Internal and External Auditors

Topics: Auditing, Audit, External auditor Pages: 7 (2089 words) Published: August 17, 2013
Table of contents

1. Introduction..................................................................................................................2 2. The role of internal and external auditors in corporate governance..............................2 3. Difficulties faced by auditors in contribution to corporate governance……………....4 4. Conclusion…………………………………………………………………………….6 5. References…………………………………………………………………………….7

1. Introduction
Corporate governance involves measuring, reporting, transparency, and monitoring, relevant and reliable information for decision-making. Therefore, numerous business journals and articles suggest that a board of directors, internal and external audit and management contribute as main tools to decent corporate governance. Number of authors discussed the contribution of external and internal auditors in the modern corporate governance. For example, Alabede (2012) stated: “The external auditor is highly regarded in the corporate governance framework because unlike the internal auditor, is appointed by the shareholders.” The internal audit plays an important role as it provides services to the other three components of corporate governance (DeZoort, 2002). The collaboration of internal and external audit, has received huge attention for the most part over the last decade due to the understanding that strong corporate governance systems help reduce the overwhelming impact of corporate fall down (Rusak and Johnson, 2007). If auditors will not perform their job well it can affect not only the company and its investors but in some cases the whole economy, therefore, when external auditors engage in audit processes, they automatically become legally responsible. The aim of this paper is to discuss these hazards and to recognize the role internal and external auditors play in achieving effective corporate governance.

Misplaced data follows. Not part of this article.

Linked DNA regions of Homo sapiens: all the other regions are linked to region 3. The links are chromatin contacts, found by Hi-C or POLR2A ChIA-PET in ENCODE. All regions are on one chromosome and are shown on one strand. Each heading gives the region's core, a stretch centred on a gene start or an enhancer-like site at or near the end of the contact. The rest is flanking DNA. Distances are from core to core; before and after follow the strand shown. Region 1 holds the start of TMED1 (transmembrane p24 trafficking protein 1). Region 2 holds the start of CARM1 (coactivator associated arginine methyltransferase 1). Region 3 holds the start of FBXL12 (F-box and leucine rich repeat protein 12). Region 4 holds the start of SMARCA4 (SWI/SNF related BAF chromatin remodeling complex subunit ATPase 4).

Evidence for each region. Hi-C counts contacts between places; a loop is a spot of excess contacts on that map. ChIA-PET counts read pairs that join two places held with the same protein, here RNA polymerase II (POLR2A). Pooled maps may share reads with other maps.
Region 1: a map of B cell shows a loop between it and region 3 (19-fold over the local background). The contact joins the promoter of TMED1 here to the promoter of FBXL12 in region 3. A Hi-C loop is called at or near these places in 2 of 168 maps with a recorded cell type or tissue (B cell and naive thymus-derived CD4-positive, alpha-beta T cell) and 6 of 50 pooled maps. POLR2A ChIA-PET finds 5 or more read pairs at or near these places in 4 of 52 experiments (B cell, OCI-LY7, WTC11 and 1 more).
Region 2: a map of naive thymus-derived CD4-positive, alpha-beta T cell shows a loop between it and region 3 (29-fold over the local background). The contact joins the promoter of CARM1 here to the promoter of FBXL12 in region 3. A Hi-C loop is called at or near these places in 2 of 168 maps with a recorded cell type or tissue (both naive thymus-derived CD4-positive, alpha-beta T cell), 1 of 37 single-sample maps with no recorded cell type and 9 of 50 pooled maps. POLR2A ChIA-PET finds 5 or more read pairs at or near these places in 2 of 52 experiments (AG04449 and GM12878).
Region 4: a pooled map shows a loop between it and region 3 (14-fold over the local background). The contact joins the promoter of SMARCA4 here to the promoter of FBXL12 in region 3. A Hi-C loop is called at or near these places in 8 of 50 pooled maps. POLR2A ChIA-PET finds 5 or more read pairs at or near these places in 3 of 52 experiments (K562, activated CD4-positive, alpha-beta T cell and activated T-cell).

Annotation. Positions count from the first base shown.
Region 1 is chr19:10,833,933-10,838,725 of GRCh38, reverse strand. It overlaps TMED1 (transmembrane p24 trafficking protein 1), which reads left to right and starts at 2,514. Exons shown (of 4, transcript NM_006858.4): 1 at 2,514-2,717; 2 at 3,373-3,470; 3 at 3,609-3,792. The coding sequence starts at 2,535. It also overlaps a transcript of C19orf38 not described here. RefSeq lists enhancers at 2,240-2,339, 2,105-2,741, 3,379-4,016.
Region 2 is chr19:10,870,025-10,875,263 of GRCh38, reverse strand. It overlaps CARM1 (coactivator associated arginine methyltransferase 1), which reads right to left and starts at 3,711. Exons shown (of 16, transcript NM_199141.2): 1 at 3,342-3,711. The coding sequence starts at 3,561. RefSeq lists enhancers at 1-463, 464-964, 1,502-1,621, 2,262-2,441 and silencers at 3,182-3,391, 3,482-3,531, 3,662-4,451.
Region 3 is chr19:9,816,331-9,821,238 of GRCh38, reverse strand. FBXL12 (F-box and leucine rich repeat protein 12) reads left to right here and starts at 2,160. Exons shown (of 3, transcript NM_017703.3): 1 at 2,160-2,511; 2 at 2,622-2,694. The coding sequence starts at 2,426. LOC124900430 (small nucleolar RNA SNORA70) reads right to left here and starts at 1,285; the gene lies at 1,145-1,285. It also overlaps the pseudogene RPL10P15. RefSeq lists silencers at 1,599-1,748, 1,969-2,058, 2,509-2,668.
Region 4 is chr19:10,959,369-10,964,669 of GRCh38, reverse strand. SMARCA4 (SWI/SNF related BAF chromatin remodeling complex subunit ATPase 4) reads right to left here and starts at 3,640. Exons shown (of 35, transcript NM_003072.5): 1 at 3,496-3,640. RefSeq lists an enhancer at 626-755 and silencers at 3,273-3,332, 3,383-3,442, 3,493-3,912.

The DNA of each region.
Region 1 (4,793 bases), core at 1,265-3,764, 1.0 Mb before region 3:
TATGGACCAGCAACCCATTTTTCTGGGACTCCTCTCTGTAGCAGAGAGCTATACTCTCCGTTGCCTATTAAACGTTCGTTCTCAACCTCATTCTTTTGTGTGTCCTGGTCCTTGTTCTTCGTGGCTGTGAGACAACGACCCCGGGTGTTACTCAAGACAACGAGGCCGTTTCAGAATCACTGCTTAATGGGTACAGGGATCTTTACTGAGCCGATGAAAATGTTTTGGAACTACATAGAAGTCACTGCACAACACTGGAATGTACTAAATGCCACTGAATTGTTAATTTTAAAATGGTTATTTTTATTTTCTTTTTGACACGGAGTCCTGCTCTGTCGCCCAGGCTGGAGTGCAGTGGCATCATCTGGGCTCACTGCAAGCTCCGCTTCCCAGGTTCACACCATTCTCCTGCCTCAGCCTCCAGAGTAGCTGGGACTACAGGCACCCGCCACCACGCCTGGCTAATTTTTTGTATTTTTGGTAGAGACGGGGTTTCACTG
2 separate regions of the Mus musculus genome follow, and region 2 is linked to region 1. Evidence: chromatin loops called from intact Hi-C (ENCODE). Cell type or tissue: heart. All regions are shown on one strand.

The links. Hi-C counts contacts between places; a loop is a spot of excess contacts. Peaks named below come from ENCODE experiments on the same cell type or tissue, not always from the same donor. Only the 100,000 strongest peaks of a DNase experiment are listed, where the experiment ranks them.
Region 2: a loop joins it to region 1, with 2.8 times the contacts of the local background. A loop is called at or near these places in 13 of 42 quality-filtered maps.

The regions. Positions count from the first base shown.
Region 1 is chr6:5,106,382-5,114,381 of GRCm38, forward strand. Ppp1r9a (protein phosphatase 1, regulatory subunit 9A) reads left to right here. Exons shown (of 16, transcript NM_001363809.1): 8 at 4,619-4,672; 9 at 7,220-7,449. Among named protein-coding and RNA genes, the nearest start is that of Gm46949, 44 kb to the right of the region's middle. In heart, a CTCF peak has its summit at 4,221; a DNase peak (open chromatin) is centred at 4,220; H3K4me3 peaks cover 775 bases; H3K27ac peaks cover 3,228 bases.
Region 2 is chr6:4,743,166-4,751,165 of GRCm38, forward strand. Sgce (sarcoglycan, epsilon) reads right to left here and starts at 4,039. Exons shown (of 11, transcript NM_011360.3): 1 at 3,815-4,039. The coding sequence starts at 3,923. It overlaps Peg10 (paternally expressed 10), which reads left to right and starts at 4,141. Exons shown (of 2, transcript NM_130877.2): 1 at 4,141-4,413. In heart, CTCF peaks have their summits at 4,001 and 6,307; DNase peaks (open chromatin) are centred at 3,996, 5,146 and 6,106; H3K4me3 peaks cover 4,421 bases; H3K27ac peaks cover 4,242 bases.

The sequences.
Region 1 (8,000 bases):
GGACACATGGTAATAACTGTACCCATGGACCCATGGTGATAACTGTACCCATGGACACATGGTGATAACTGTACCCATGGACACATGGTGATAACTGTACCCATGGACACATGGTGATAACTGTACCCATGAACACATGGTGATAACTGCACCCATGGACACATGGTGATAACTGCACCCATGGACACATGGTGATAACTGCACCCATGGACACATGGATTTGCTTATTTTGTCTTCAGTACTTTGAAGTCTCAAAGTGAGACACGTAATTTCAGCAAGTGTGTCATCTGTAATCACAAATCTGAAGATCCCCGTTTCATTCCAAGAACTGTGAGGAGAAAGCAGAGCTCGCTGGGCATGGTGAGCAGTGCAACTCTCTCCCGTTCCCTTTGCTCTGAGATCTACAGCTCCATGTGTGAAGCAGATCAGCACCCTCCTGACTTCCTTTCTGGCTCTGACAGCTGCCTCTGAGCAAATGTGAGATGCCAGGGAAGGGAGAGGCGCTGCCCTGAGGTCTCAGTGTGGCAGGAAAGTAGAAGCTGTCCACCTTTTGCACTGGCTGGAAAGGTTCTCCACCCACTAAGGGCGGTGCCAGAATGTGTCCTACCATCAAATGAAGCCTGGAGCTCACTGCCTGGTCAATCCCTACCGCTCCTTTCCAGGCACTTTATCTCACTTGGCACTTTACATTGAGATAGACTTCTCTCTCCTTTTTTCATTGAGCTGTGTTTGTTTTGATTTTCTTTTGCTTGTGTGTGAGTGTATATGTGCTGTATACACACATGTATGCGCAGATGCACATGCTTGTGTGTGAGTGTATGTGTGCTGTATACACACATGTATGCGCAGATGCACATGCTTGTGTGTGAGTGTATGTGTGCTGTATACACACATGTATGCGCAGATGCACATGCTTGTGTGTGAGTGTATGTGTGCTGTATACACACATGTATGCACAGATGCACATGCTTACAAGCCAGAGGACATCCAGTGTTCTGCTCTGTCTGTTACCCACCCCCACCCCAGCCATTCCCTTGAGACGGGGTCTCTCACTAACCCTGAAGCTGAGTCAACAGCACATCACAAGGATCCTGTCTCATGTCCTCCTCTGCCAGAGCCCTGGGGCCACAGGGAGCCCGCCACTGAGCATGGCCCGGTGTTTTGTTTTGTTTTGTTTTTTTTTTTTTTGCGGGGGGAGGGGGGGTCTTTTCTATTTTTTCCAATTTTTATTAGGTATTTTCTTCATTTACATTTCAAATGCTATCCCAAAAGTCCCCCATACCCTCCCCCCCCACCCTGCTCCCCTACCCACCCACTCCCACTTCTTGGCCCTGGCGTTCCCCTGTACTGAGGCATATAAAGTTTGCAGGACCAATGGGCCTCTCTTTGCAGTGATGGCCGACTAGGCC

2. The role of internal and external audit in corporate governance In order to distinguish the roles of internal and external audit in corporate governance, we must first define what they mean. The Chartered Institute of Internal Auditors define internal audit as: “an independent, objective assurance and consulting activity designed to add value and improve an organisation's operations. It helps an organisation accomplish its objectives by bringing a systematic, disciplined approach to evaluate and improve the effectiveness of risk management, control, and governance processes.” While, the external audit is defined as a periodic examination on whether the accounting records provided are accurate and complete, prepared in accordance with the provisions of IFRS, and examined financial statements prepared from the accounts give a true and fair view of the financial statements of the organisation. In other words, external auditors are appointed by shareholders to perform the statutory audit, therefore, they report to the shareholders, they check the annual financial statements of the entity; statutory audit is a legal requirement, and therefore it is required external auditor to be independent of the client that is receiving the service. While internal auditors are appointed by the directors and report to the directors, they mainly audit internal and controls systems, the internal audit is not a legal requirement thus being independent is not a legal requirement as well. The independent auditing has been the major corporate governance role of external auditors. However, all financial matters regarding earnings measurement should not be left to the external auditors alone. The relationship between external and internal audit is playing a big role for today’s corporate governance requirements. According to Rusak and Johnson (2007), the coordination of internal and external audit or reliance of the external audit on internal audit leads to stronger corporate governance, and it is very much in line with Bernd Schartmann (2007) that stated: “In performing audit, the...

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DeZoort, F.T., 2002. Audit Committee Effectivness: Asynthesis of the empirical audit committee literature. Journal of Accounting Literature, 21
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International Federation of Accountants. 2010. Handbook of the code of ethics for professional accountants. Available at : www.ifac.org/publication-resources. [Accessed: 5th February 2013].
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Rusak, A., Johnson, R. 2007. The Responsibilities of Audit Committees, Readings in Auditing.
Schartmann, B., 2007. The Role of Internal Audit in Corporate Governance in Europe: Current Status, Necessary Improvements, Future Tasks. 1st ed. Berlin: Erich Schmidt Verlag Gmbh & Co
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